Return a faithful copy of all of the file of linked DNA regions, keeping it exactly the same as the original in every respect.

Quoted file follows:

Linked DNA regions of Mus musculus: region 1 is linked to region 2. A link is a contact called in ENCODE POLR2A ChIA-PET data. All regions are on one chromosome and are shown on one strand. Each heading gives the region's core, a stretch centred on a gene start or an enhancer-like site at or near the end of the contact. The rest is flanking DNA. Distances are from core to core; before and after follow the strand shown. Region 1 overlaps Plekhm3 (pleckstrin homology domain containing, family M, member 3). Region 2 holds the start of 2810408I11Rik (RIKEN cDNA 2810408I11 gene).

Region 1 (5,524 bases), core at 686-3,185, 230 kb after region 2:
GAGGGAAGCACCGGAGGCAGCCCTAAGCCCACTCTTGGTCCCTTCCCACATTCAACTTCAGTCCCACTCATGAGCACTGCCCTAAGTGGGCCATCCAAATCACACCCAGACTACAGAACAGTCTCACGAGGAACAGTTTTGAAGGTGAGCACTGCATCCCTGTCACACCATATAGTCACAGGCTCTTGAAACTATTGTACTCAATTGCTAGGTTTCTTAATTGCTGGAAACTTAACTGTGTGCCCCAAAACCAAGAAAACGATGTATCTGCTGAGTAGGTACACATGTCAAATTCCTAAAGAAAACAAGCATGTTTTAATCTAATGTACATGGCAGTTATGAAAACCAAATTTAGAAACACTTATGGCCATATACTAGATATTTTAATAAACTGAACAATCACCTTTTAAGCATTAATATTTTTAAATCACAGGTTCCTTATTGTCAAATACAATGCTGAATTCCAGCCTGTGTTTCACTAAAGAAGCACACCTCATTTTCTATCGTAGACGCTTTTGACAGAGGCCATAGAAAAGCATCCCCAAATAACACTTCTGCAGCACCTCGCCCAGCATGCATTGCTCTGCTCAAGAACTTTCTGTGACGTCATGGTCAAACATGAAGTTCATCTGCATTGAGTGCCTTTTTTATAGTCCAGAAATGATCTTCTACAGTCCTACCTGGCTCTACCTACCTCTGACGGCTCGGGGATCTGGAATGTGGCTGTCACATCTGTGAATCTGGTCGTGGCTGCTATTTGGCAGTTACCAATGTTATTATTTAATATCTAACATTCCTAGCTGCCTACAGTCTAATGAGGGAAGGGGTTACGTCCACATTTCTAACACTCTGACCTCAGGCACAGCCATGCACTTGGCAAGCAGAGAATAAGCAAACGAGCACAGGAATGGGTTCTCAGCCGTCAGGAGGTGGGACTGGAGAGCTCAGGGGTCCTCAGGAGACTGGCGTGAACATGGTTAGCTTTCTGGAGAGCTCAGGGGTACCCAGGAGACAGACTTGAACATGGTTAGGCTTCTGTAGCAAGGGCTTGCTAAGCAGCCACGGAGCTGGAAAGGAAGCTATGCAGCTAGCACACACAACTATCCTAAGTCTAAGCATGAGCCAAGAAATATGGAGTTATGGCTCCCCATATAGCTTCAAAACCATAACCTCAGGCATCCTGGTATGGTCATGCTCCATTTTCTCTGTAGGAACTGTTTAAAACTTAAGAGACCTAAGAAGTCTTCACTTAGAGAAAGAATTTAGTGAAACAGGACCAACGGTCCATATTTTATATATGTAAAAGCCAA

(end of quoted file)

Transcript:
Linked DNA regions of Mus musculus: region 1 is linked to region 2. A link is a contact called in ENCODE POLR2A ChIA-PET data. All regions are on one chromosome and are shown on one strand. Each heading gives the region's core, a stretch centred on a gene start or an enhancer-like site at or near the end of the contact. The rest is flanking DNA. Distances are from core to core; before and after follow the strand shown. Region 1 overlaps Plekhm3 (pleckstrin homology domain containing, family M, member 3). Region 2 holds the start of 2810408I11Rik (RIKEN cDNA 2810408I11 gene).

Region 1 (5,524 bases), core at 686-3,185, 230 kb after region 2:
GAGGGAAGCACCGGAGGCAGCCCTAAGCCCACTCTTGGTCCCTTCCCACATTCAACTTCAGTCCCACTCATGAGCACTGCCCTAAGTGGGCCATCCAAATCACACCCAGACTACAGAACAGTCTCACGAGGAACAGTTTTGAAGGTGAGCACTGCATCCCTGTCACACCATATAGTCACAGGCTCTTGAAACTATTGTACTCAATTGCTAGGTTTCTTAATTGCTGGAAACTTAACTGTGTGCCCCAAAACCAAGAAAACGATGTATCTGCTGAGTAGGTACACATGTCAAATTCCTAAAGAAAACAAGCATGTTTTAATCTAATGTACATGGCAGTTATGAAAACCAAATTTAGAAACACTTATGGCCATATACTAGATATTTTAATAAACTGAACAATCACCTTTTAAGCATTAATATTTTTAAATCACAGGTTCCTTATTGTCAAATACAATGCTGAATTCCAGCCTGTGTTTCACTAAAGAAGCACACCTCATTTTCTATCGTAGACGCTTTTGACAGAGGCCATAGAAAAGCATCCCCAAATAACACTTCTGCAGCACCTCGCCCAGCATGCATTGCTCTGCTCAAGAACTTTCTGTGACGTCATGGTCAAACATGAAGTTCATCTGCATTGAGTGCCTTTTTTATAGTCCAGAAATGATCTTCTACAGTCCTACCTGGCTCTACCTACCTCTGACGGCTCGGGGATCTGGAATGTGGCTGTCACATCTGTGAATCTGGTCGTGGCTGCTATTTGGCAGTTACCAATGTTATTATTTAATATCTAACATTCCTAGCTGCCTACAGTCTAATGAGGGAAGGGGTTACGTCCACATTTCTAACACTCTGACCTCAGGCACAGCCATGCACTTGGCAAGCAGAGAATAAGCAAACGAGCACAGGAATGGGTTCTCAGCCGTCAGGAGGTGGGACTGGAGAGCTCAGGGGTCCTCAGGAGACTGGCGTGAACATGGTTAGCTTTCTGGAGAGCTCAGGGGTACCCAGGAGACAGACTTGAACATGGTTAGGCTTCTGTAGCAAGGGCTTGCTAAGCAGCCACGGAGCTGGAAAGGAAGCTATGCAGCTAGCACACACAACTATCCTAAGTCTAAGCATGAGCCAAGAAATATGGAGTTATGGCTCCCCATATAGCTTCAAAACCATAACCTCAGGCATCCTGGTATGGTCATGCTCCATTTTCTCTGTAGGAACTGTTTAAAACTTAAGAGACCTAAGAAGTCTTCACTTAGAGAAAGAATTTAGTGAAACAGGACCAACGGTCCATATTTTATATATGTAAAAGCCAA